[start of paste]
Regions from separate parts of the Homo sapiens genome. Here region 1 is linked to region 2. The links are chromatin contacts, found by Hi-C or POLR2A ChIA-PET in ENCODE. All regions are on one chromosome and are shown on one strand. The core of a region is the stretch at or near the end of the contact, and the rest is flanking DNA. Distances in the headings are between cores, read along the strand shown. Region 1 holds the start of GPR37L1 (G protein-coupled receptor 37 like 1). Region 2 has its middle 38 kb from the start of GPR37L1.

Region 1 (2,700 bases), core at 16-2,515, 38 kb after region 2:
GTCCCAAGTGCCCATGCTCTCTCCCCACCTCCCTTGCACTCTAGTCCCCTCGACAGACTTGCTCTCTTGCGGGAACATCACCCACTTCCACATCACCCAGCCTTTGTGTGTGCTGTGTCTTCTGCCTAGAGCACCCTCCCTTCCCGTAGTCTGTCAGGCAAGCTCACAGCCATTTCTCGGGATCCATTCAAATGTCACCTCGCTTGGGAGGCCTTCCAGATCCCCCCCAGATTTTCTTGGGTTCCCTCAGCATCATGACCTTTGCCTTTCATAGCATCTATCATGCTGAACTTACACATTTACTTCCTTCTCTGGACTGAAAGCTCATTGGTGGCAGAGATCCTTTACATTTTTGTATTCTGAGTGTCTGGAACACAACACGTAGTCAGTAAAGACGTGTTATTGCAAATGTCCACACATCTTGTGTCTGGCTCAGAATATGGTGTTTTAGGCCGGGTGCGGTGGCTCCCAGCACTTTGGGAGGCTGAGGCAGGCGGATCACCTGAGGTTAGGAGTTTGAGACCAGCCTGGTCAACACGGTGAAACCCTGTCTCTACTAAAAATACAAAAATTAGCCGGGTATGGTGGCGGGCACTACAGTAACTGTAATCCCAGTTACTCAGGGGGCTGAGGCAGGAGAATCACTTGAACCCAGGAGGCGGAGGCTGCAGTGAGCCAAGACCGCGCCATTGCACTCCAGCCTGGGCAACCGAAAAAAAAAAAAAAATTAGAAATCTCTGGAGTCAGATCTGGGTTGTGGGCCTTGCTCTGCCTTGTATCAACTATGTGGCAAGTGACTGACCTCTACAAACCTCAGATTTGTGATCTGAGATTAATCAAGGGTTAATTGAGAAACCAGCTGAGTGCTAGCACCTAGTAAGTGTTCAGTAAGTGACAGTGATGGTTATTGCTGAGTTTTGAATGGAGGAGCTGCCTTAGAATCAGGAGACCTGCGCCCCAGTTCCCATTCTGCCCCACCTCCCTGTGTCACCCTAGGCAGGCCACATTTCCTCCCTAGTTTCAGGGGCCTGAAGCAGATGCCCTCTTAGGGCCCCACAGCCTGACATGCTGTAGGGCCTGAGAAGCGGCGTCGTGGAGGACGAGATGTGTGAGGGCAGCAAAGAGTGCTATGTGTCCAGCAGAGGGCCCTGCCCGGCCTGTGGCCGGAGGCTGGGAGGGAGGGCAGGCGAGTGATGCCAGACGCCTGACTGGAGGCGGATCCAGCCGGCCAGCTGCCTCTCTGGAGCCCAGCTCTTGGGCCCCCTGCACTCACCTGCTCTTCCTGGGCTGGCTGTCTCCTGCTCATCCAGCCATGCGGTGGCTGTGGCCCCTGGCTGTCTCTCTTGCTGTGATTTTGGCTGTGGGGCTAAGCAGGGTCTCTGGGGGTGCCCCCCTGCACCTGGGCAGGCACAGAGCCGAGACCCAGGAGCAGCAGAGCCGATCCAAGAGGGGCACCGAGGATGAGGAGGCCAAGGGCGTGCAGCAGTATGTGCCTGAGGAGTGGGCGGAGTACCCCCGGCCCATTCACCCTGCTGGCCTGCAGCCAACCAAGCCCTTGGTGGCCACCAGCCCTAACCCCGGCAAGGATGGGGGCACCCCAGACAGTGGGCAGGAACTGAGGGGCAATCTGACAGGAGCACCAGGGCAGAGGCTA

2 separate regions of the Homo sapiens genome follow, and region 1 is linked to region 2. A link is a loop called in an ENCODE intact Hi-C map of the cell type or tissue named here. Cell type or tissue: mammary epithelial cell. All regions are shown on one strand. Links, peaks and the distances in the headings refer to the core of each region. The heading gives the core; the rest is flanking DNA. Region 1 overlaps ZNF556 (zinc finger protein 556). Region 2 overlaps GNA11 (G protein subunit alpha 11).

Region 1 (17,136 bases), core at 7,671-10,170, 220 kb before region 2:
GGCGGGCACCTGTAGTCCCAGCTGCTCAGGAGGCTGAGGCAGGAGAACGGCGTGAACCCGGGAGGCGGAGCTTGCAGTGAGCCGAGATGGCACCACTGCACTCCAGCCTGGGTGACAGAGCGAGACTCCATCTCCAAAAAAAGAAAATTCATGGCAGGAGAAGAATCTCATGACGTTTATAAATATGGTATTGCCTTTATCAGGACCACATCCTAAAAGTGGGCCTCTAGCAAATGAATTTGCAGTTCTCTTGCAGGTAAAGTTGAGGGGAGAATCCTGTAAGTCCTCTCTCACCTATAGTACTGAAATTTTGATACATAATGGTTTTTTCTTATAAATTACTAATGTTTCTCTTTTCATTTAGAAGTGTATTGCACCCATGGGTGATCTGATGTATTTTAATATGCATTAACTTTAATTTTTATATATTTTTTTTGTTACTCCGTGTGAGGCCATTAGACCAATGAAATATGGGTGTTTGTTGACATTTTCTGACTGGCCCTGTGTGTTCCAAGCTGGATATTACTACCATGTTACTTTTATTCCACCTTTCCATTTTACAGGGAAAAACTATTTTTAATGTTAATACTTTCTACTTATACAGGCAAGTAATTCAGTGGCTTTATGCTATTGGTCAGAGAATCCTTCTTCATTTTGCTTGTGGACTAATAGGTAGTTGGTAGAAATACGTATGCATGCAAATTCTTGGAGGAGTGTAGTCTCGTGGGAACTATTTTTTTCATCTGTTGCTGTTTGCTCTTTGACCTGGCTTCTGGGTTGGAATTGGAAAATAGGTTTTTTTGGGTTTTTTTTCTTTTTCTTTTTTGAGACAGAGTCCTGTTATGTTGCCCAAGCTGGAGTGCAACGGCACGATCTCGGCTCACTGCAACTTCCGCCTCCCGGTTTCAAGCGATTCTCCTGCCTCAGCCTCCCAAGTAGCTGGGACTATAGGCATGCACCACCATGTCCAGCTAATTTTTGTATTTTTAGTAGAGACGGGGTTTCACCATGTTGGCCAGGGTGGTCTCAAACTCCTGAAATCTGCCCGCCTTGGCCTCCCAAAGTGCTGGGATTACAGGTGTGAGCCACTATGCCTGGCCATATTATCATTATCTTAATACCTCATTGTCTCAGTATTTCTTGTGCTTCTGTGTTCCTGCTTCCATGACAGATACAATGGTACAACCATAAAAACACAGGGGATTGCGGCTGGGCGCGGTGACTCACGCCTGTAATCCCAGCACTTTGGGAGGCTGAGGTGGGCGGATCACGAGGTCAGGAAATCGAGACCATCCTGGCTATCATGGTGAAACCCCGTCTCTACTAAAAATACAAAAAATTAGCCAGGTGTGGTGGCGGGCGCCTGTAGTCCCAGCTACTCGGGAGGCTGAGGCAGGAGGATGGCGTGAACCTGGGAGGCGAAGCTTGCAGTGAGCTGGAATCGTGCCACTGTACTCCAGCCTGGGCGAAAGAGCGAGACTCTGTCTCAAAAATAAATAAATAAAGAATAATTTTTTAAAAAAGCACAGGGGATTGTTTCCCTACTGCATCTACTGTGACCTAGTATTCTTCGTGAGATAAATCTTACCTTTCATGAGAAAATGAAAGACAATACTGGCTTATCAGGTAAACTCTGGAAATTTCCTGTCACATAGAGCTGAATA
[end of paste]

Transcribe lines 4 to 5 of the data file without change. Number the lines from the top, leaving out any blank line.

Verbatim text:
2 separate regions of the Homo sapiens genome follow, and region 1 is linked to region 2. A link is a loop called in an ENCODE intact Hi-C map of the cell type or tissue named here. Cell type or tissue: mammary epithelial cell. All regions are shown on one strand. Links, peaks and the distances in the headings refer to the core of each region. The heading gives the core; the rest is flanking DNA. Region 1 overlaps ZNF556 (zinc finger protein 556). Region 2 overlaps GNA11 (G protein subunit alpha 11).

Region 1 (17,136 bases), core at 7,671-10,170, 220 kb before region 2: